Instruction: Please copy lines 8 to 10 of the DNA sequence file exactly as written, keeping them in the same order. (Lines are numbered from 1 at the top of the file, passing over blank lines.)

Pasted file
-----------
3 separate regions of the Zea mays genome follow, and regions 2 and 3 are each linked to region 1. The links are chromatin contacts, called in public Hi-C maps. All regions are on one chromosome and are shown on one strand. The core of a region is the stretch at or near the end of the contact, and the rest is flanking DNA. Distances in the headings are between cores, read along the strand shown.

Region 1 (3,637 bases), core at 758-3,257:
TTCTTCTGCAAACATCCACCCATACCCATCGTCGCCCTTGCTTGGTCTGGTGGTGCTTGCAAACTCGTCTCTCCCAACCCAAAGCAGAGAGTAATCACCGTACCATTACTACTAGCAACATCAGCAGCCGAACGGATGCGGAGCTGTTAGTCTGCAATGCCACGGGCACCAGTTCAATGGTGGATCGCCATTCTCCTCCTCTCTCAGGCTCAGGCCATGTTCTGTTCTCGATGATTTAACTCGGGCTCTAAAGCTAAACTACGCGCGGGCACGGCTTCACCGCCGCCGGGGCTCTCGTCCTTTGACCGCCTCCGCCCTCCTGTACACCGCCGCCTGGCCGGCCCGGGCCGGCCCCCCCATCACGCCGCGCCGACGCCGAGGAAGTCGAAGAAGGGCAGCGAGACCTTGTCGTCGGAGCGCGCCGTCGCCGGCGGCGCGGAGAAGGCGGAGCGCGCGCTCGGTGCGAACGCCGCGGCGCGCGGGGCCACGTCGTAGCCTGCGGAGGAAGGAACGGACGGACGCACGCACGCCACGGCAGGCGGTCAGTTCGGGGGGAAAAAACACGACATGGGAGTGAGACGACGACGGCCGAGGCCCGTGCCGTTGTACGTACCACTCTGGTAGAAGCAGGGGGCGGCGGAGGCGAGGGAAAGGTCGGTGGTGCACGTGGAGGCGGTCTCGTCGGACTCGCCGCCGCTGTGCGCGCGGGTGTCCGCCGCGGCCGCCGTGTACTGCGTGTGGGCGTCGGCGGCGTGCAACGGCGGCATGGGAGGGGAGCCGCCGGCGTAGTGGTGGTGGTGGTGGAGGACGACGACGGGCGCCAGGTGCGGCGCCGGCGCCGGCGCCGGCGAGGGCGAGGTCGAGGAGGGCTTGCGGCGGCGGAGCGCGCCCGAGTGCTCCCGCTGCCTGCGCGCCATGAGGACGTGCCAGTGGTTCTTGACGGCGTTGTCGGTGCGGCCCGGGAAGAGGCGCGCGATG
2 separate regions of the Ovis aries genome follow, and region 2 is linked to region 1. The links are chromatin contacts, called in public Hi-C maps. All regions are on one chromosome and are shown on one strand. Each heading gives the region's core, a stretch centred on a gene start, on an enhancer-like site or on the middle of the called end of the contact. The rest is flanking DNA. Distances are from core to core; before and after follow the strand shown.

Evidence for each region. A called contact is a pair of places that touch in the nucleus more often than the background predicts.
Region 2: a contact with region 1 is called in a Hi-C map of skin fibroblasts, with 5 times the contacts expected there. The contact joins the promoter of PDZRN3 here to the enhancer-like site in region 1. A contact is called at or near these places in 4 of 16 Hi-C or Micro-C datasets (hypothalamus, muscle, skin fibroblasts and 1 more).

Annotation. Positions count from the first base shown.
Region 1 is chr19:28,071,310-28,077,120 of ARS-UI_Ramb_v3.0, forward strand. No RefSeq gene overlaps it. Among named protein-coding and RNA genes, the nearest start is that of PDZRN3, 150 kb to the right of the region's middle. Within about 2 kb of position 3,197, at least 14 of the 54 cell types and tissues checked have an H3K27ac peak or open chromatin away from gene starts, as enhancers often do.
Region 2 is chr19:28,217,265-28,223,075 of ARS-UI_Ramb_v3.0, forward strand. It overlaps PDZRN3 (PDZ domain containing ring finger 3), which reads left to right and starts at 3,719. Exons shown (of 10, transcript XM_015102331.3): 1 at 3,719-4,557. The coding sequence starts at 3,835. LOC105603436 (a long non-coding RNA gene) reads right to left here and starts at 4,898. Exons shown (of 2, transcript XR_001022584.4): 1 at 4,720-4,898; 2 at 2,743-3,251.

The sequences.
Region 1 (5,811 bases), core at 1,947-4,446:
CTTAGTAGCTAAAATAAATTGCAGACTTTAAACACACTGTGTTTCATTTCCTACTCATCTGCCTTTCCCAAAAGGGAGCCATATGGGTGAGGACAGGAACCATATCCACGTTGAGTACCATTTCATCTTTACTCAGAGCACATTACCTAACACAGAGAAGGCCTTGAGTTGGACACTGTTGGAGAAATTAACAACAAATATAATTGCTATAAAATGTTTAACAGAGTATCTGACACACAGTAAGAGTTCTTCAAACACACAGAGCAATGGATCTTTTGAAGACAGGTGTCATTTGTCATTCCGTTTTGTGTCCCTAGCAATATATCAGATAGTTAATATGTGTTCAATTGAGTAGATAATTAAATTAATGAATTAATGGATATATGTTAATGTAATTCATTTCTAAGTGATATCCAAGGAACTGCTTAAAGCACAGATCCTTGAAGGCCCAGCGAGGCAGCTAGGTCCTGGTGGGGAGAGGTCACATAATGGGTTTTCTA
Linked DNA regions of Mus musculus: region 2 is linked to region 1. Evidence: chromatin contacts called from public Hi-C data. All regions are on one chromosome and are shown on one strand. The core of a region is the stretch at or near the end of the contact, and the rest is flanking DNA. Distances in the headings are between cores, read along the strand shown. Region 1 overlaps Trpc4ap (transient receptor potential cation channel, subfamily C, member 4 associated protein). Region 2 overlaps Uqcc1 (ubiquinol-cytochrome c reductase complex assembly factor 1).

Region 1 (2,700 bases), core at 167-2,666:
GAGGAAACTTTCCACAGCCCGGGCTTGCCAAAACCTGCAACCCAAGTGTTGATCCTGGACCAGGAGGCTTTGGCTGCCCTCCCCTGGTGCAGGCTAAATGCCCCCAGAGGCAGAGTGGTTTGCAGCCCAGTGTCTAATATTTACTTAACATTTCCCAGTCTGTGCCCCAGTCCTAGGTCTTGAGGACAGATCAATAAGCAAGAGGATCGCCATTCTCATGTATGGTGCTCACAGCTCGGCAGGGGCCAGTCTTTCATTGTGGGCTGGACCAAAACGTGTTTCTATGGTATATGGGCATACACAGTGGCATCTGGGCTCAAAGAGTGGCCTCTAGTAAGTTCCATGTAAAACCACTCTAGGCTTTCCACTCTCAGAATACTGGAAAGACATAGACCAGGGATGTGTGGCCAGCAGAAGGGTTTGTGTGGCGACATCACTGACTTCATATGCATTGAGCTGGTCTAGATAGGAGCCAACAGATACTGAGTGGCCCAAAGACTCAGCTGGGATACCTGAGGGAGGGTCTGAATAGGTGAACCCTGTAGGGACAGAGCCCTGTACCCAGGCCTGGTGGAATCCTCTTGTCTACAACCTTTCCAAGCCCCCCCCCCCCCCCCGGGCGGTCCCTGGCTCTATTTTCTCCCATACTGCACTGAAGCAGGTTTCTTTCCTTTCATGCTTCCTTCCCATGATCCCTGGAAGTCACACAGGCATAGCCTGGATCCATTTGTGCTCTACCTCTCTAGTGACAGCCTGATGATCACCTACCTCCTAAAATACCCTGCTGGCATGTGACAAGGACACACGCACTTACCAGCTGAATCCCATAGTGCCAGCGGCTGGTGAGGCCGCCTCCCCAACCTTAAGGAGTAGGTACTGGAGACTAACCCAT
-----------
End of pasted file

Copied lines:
Region 1 is chr19:28,071,310-28,077,120 of ARS-UI_Ramb_v3.0, forward strand. No RefSeq gene overlaps it. Among named protein-coding and RNA genes, the nearest start is that of PDZRN3, 150 kb to the right of the region's middle. Within about 2 kb of position 3,197, at least 14 of the 54 cell types and tissues checked have an H3K27ac peak or open chromatin away from gene starts, as enhancers often do.
Region 2 is chr19:28,217,265-28,223,075 of ARS-UI_Ramb_v3.0, forward strand. It overlaps PDZRN3 (PDZ domain containing ring finger 3), which reads left to right and starts at 3,719. Exons shown (of 10, transcript XM_015102331.3): 1 at 3,719-4,557. The coding sequence starts at 3,835. LOC105603436 (a long non-coding RNA gene) reads right to left here and starts at 4,898. Exons shown (of 2, transcript XR_001022584.4): 1 at 4,720-4,898; 2 at 2,743-3,251.

The sequences.